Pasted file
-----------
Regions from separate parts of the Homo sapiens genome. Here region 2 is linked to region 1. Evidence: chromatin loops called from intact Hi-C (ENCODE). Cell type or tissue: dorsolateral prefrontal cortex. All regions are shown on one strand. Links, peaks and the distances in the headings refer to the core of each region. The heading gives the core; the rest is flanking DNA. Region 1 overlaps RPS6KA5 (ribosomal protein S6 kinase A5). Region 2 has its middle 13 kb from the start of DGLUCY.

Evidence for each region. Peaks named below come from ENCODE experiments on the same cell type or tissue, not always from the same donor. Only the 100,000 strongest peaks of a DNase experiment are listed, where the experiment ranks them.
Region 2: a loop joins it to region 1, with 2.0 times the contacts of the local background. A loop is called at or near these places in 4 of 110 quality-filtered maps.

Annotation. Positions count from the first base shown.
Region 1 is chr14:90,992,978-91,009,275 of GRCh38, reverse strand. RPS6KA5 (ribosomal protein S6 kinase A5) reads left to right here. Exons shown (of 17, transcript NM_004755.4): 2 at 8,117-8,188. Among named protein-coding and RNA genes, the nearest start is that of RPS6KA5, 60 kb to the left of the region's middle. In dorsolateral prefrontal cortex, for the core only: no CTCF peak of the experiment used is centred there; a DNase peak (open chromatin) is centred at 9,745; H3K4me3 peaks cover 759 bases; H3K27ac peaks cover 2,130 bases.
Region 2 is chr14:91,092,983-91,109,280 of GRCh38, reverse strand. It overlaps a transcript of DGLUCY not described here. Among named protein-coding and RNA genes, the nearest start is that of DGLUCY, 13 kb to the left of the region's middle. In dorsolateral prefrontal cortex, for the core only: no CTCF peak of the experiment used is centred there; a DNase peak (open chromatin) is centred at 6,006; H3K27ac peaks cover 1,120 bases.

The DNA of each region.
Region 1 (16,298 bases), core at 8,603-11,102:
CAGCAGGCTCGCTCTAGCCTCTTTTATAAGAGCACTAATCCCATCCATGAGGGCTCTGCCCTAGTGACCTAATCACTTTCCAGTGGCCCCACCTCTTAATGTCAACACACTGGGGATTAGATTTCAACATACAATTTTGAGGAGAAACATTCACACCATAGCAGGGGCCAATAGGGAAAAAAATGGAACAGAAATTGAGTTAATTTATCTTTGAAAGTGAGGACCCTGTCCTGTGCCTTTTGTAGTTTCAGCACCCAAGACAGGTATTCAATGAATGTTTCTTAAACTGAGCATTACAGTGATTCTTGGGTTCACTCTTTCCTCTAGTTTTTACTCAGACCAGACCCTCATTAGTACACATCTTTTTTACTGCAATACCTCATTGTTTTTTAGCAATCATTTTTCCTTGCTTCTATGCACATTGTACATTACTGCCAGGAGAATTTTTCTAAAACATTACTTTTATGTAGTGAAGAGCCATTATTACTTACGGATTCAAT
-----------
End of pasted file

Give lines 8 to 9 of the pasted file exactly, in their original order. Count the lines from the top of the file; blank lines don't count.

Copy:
Region 1 (16,298 bases), core at 8,603-11,102:
CAGCAGGCTCGCTCTAGCCTCTTTTATAAGAGCACTAATCCCATCCATGAGGGCTCTGCCCTAGTGACCTAATCACTTTCCAGTGGCCCCACCTCTTAATGTCAACACACTGGGGATTAGATTTCAACATACAATTTTGAGGAGAAACATTCACACCATAGCAGGGGCCAATAGGGAAAAAAATGGAACAGAAATTGAGTTAATTTATCTTTGAAAGTGAGGACCCTGTCCTGTGCCTTTTGTAGTTTCAGCACCCAAGACAGGTATTCAATGAATGTTTCTTAAACTGAGCATTACAGTGATTCTTGGGTTCACTCTTTCCTCTAGTTTTTACTCAGACCAGACCCTCATTAGTACACATCTTTTTTACTGCAATACCTCATTGTTTTTTAGCAATCATTTTTCCTTGCTTCTATGCACATTGTACATTACTGCCAGGAGAATTTTTCTAAAACATTACTTTTATGTAGTGAAGAGCCATTATTACTTACGGATTCAAT